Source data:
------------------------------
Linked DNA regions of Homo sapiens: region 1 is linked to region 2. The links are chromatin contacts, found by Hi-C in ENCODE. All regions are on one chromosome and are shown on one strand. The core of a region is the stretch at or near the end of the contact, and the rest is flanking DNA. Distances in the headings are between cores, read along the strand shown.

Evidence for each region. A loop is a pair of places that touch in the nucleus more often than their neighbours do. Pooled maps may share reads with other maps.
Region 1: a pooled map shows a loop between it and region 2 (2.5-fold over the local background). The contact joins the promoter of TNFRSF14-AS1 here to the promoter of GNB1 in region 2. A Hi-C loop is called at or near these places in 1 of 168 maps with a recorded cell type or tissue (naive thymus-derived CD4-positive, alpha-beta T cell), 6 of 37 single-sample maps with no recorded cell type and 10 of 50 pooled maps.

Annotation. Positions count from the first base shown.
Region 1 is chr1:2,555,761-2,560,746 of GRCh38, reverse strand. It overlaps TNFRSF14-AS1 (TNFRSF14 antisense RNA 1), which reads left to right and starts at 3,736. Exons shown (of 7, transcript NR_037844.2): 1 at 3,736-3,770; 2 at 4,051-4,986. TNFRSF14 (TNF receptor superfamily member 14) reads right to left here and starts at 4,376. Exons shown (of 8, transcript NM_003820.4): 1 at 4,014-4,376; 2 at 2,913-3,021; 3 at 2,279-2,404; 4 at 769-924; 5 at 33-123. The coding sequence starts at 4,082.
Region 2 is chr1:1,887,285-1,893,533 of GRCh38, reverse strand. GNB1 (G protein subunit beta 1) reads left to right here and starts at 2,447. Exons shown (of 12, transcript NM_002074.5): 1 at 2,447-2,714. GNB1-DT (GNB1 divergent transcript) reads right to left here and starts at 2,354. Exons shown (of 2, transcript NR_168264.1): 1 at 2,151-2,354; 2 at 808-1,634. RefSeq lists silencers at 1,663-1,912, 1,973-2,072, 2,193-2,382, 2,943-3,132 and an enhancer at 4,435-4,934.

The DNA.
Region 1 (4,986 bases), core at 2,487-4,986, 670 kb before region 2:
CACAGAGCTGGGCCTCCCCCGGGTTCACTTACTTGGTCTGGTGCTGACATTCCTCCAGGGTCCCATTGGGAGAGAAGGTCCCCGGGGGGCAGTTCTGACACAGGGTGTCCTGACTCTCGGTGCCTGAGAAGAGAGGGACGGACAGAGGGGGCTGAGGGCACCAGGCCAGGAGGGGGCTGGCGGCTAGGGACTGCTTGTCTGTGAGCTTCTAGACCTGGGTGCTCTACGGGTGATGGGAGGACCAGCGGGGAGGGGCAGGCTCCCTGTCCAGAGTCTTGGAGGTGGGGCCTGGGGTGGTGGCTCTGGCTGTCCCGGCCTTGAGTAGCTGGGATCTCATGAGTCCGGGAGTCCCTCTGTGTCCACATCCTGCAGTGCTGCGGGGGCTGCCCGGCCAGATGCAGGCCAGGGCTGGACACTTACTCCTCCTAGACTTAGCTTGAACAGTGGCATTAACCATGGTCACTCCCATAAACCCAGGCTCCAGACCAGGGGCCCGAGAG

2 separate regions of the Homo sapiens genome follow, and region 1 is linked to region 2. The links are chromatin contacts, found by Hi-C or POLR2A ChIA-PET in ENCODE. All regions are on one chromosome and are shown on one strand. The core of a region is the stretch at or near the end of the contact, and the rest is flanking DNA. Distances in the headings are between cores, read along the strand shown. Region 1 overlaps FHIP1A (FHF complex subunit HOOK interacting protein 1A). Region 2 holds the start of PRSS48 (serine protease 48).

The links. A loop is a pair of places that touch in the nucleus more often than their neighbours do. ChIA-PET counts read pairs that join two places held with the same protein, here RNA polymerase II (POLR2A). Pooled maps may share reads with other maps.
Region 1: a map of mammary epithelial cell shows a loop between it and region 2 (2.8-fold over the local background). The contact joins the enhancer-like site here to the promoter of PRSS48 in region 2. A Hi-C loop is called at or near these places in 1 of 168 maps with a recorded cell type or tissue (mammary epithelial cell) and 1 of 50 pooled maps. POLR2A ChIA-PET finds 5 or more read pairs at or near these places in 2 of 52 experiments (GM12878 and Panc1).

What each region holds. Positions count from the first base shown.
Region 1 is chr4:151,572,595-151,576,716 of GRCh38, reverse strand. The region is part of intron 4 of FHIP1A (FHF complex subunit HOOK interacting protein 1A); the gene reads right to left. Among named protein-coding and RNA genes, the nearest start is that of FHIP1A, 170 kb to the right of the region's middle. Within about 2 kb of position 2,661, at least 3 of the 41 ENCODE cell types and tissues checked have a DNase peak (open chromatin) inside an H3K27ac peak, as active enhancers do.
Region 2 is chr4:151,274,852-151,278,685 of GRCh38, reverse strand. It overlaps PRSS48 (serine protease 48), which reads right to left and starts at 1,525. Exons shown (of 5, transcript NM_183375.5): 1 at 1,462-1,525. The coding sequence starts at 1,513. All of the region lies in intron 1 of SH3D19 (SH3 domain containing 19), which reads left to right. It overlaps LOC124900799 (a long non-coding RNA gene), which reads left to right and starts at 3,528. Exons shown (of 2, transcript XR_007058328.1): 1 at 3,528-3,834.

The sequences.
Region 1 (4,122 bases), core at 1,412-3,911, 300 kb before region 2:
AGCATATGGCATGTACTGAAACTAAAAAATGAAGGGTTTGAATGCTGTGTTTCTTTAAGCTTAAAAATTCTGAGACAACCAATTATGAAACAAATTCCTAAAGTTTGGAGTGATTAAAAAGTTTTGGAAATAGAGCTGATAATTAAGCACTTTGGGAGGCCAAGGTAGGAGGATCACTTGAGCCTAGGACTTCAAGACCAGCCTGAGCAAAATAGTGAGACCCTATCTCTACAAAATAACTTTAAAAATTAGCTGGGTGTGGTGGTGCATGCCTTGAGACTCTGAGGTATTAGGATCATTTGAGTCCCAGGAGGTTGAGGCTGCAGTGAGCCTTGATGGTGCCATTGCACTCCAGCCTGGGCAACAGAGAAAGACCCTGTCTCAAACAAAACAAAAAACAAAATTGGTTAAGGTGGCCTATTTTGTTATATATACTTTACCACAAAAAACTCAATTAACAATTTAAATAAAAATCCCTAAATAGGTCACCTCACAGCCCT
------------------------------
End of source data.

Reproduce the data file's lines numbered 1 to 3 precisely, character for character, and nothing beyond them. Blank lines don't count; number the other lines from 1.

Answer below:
Linked DNA regions of Homo sapiens: region 1 is linked to region 2. The links are chromatin contacts, found by Hi-C in ENCODE. All regions are on one chromosome and are shown on one strand. The core of a region is the stretch at or near the end of the contact, and the rest is flanking DNA. Distances in the headings are between cores, read along the strand shown.

Evidence for each region. A loop is a pair of places that touch in the nucleus more often than their neighbours do. Pooled maps may share reads with other maps.
Region 1: a pooled map shows a loop between it and region 2 (2.5-fold over the local background). The contact joins the promoter of TNFRSF14-AS1 here to the promoter of GNB1 in region 2. A Hi-C loop is called at or near these places in 1 of 168 maps with a recorded cell type or tissue (naive thymus-derived CD4-positive, alpha-beta T cell), 6 of 37 single-sample maps with no recorded cell type and 10 of 50 pooled maps.